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Retirement Planning

Explaining 3 types of costs and expenses your clients should consider in retirement

It’s important to help your clients set smart and realistic goals for retirement. To make it easier for them to understand how they should budget for the future, consider explaining the three types of costs and expenses they will need to think about during retirement. Doing so can go a long way to helping them understand how they manage money properly now and in the future.

You know the first step is helping your clients create a manageable budget. Looking at a budget through the lens of fixed expenses, variable expenses and savings could help clients understand that all expenses are not created equal.

1. Fixed expenses

Explain to your client that fixed expenses are the costs they have to pay that are the same (or around the same) every month or every year they come up for payment. While the amounts may vary slightly, the idea is that your client is responsible for them on a regular basis. Share common examples of fixed expenses with your client:
  • mortgage payment
  • monthly rent
  • monthly property taxes
  • homeowner’s or renter’s insurance
  • utility bills
  • car payments and car insurance
  • life, health or disability insurance

Remind your clients that while these are fixed expenses, they should still be reviewed regularly. Selling a house, taking on debt or marrying someone with a different financial situation can all affect fixed expenses and a retirement plan.

2. Variable expenses

Suggest that your clients think about variable expenses as those that are within their control.

Here are a few examples of variable expenses to go over with your clients:

  • Groceries
  • Personal care items
  • Clothing
  • Dining out and entertainment
  • Hobbies
  • Personal grooming

3. Savings

Saving money is something most of your clients want to do, but it can feel daunting and they may get discouraged. Remind them that planning and budgeting can go a long way to boost savings. Help your clients determine what they need to save for, then have them put the money for those expenses into a savings account. It may be helpful to encourage them to think of their savings as falling into two categories – savings for irregular expenses and savings to go toward a specific goal.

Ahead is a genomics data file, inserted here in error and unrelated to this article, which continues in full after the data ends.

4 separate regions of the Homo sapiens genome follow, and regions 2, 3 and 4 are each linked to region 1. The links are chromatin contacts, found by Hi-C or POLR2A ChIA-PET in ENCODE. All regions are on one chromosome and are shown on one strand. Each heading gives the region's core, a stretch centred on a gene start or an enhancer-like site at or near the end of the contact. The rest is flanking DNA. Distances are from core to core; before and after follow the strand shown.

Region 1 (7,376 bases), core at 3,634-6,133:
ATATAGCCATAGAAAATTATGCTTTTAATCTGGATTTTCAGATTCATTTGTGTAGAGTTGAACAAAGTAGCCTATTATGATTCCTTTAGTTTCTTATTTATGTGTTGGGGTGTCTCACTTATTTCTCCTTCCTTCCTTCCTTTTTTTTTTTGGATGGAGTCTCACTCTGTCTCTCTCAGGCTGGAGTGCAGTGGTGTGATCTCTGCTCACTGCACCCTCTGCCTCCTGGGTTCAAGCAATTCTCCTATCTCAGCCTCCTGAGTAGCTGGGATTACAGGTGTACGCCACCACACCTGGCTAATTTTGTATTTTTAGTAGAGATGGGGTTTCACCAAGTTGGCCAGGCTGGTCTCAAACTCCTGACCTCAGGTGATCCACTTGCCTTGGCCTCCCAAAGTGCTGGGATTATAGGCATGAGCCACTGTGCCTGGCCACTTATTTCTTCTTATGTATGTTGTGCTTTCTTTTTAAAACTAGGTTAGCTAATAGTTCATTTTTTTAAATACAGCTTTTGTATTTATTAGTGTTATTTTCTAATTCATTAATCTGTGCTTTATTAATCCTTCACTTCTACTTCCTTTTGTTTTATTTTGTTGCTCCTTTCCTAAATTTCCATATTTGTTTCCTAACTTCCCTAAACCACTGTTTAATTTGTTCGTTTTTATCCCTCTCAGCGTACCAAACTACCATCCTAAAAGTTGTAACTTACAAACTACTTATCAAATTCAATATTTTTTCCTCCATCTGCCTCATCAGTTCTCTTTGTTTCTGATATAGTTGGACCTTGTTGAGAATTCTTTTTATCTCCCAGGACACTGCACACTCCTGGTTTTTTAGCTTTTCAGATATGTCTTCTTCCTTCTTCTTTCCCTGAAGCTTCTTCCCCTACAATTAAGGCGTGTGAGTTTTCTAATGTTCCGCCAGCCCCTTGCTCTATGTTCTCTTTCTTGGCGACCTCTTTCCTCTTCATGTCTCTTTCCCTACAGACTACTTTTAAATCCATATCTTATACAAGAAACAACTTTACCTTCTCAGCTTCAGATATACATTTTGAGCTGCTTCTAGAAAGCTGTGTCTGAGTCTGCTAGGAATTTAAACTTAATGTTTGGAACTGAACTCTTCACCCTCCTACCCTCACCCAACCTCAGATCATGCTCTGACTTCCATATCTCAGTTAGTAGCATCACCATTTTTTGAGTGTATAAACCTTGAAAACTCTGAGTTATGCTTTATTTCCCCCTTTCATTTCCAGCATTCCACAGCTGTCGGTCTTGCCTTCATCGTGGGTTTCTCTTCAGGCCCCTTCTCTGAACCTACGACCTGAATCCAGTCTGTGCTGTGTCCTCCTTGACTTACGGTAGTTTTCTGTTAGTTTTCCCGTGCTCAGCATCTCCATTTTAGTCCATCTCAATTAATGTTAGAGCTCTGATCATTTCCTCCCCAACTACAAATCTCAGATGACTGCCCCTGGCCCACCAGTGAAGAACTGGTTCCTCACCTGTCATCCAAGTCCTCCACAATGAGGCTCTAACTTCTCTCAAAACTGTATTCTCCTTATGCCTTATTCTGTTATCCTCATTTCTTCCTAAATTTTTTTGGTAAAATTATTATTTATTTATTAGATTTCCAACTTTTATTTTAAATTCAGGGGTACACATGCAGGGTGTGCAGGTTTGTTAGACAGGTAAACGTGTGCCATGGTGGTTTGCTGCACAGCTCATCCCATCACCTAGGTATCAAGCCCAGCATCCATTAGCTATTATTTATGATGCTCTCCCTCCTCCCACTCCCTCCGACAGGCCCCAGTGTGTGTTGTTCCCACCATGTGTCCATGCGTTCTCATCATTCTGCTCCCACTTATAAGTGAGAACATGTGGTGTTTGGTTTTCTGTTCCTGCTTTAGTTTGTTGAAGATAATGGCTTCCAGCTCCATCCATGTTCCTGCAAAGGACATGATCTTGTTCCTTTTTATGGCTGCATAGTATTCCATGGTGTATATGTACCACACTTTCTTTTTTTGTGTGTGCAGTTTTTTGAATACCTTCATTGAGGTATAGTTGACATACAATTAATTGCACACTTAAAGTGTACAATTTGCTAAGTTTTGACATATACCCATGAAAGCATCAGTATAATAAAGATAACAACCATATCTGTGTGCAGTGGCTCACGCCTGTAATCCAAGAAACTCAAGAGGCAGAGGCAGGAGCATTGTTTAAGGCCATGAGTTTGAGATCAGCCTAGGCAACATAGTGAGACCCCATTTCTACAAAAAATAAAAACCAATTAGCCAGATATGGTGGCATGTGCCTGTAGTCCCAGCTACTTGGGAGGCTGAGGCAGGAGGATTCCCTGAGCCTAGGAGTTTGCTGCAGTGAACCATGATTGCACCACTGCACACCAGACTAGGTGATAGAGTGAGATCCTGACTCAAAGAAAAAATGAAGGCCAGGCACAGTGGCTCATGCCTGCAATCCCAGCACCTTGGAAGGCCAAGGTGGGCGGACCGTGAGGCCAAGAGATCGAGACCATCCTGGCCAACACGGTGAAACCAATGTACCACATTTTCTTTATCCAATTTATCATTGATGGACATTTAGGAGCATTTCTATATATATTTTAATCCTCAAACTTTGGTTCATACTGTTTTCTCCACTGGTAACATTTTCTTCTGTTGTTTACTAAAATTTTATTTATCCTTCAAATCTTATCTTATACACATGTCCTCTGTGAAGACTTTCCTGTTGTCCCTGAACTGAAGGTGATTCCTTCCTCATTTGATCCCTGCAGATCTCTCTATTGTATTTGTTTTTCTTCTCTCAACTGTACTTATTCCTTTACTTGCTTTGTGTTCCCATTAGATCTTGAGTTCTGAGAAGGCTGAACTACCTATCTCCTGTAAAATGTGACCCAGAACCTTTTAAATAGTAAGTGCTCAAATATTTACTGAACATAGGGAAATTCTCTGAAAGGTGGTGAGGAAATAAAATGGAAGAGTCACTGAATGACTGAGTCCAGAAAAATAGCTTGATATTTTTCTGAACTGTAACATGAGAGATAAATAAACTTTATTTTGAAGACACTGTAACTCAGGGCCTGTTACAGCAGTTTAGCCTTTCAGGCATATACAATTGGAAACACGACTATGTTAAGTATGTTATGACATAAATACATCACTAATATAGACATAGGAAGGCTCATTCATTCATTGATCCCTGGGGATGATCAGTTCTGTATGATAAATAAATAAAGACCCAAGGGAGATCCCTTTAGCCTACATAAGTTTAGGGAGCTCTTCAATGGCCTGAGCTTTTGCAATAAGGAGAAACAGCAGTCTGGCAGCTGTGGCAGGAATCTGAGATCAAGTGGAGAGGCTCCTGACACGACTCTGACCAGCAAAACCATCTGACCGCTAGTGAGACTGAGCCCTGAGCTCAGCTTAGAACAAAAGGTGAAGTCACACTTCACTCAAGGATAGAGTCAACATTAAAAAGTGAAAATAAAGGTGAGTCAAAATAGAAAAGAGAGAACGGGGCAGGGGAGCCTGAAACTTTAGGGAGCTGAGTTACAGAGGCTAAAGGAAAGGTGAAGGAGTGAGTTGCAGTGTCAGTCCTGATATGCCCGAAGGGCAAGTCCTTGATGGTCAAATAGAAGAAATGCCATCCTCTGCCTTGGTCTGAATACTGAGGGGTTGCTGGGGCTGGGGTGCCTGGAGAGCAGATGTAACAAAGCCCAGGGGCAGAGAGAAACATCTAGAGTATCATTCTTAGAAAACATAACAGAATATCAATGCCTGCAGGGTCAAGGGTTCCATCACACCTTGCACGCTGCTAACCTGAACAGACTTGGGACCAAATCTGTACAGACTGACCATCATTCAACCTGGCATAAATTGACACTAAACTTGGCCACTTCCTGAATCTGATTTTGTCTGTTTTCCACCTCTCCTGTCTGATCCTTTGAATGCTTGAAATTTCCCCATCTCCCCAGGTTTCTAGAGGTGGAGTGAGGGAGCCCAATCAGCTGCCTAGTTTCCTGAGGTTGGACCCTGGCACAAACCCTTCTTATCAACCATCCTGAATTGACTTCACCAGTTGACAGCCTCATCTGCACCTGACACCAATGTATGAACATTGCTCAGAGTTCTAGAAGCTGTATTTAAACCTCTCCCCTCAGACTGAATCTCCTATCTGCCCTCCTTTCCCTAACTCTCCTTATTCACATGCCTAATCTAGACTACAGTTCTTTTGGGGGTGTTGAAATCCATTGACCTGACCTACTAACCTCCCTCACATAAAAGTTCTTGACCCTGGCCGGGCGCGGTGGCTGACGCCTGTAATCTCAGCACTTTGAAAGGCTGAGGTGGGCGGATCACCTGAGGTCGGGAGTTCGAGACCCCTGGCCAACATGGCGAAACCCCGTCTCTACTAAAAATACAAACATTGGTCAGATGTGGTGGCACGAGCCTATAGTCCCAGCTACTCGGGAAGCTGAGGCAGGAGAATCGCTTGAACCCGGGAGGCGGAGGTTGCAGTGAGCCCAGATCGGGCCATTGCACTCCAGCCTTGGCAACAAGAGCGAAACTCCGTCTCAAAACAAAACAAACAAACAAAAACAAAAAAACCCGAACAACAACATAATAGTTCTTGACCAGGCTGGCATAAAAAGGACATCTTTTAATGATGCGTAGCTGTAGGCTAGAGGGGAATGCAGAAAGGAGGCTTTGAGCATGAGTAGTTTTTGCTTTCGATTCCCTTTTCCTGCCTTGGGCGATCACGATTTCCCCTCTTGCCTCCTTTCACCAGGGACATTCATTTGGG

Irregular expenses

Explain that irregular expenses are expected but the timing and actual costs can be hard to predict. Clients need to save for irregular expenses so that they don’t rely on a credit card to pay them. For example, healthcare is a huge irregular expense that your clients will need to budget for. Remember that it may be overwhelming for your client to learn that a 65-year-old couple who wants to retire may need to put away as much as $265,000 for healthcare costs.

A few other examples of irregular expenses that you should discuss with your clients include:

  • Clothing
  • Vet bills
  • Special occasion or holiday gifts
  • Car maintenance
  • Home maintenance and repairs
  • Annual or quarterly property taxes

Goal-oriented savings

Talk to your clients about what goals they may have, making sure to ask questions about items such as:

  • Vacations
  • Education
  • Car or other vehicle purchases
  • Home renovations or a down payment on a new house

To help your client understand how much they need to save each month, ask them to think about how much they want to save, when they need to have the amount saved by and then divide by the number of months until their target date.

How to help your clients classify certain expenses

If your client is struggling to determine what category a certain expense falls under, here are three easy questions to help them understand:

  • Is this expense the same and does it occur regularly? Fixed.
  • Can I control how much I spend on this? Variable.
  • Should I be saving for this item in advance? Savings.

Want more tips on helping your clients plan for retirement? Read about how to help your clients set smart and realistic retirement goals.

 

SM.1289337.07.19

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